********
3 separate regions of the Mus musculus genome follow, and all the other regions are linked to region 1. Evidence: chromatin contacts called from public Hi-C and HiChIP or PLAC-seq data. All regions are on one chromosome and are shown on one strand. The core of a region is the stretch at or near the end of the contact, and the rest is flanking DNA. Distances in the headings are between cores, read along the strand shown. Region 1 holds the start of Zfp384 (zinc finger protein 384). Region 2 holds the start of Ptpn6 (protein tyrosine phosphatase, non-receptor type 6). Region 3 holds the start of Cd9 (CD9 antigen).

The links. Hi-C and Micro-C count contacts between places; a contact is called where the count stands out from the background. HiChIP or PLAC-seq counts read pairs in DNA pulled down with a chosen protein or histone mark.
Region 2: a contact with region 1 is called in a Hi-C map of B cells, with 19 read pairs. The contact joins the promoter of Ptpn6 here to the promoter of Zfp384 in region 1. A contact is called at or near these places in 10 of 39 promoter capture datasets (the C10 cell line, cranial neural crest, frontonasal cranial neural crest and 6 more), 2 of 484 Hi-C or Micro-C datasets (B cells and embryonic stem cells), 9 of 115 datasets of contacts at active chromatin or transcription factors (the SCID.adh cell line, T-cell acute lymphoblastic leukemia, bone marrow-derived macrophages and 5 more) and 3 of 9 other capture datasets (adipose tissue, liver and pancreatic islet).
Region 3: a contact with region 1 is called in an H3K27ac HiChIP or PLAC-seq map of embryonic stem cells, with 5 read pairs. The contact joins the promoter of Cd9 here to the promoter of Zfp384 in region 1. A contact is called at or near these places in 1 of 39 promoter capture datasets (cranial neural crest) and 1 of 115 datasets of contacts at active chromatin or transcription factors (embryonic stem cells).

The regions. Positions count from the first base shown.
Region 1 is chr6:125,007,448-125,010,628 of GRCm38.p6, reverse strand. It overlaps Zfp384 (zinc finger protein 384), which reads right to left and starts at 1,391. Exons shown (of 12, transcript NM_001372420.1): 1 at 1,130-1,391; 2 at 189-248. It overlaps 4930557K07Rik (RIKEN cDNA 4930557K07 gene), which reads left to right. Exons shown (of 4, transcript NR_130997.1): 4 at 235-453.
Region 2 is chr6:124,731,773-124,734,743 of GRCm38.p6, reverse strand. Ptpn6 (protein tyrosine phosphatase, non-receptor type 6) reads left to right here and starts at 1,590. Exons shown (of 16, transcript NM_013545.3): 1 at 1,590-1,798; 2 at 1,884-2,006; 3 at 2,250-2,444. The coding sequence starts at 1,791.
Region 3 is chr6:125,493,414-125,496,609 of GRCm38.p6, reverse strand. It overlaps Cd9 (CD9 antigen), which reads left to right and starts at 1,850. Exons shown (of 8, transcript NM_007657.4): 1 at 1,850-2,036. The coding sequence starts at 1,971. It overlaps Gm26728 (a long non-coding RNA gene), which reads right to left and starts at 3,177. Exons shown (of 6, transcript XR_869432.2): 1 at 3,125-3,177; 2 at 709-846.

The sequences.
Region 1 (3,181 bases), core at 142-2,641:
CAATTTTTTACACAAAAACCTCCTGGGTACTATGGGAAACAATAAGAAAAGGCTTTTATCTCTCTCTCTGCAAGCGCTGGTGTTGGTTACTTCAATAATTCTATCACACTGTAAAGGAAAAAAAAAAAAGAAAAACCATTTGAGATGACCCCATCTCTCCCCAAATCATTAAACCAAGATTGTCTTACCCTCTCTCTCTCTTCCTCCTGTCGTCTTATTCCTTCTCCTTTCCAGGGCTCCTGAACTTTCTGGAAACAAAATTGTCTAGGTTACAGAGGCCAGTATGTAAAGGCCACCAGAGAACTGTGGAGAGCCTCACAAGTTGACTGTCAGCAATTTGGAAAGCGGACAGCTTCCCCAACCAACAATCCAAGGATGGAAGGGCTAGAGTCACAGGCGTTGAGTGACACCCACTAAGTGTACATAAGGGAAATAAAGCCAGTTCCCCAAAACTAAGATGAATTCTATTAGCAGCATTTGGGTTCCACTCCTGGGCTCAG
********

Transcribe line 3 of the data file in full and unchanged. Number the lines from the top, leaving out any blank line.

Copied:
Region 2: a contact with region 1 is called in a Hi-C map of B cells, with 19 read pairs. The contact joins the promoter of Ptpn6 here to the promoter of Zfp384 in region 1. A contact is called at or near these places in 10 of 39 promoter capture datasets (the C10 cell line, cranial neural crest, frontonasal cranial neural crest and 6 more), 2 of 484 Hi-C or Micro-C datasets (B cells and embryonic stem cells), 9 of 115 datasets of contacts at active chromatin or transcription factors (the SCID.adh cell line, T-cell acute lymphoblastic leukemia, bone marrow-derived macrophages and 5 more) and 3 of 9 other capture datasets (adipose tissue, liver and pancreatic islet).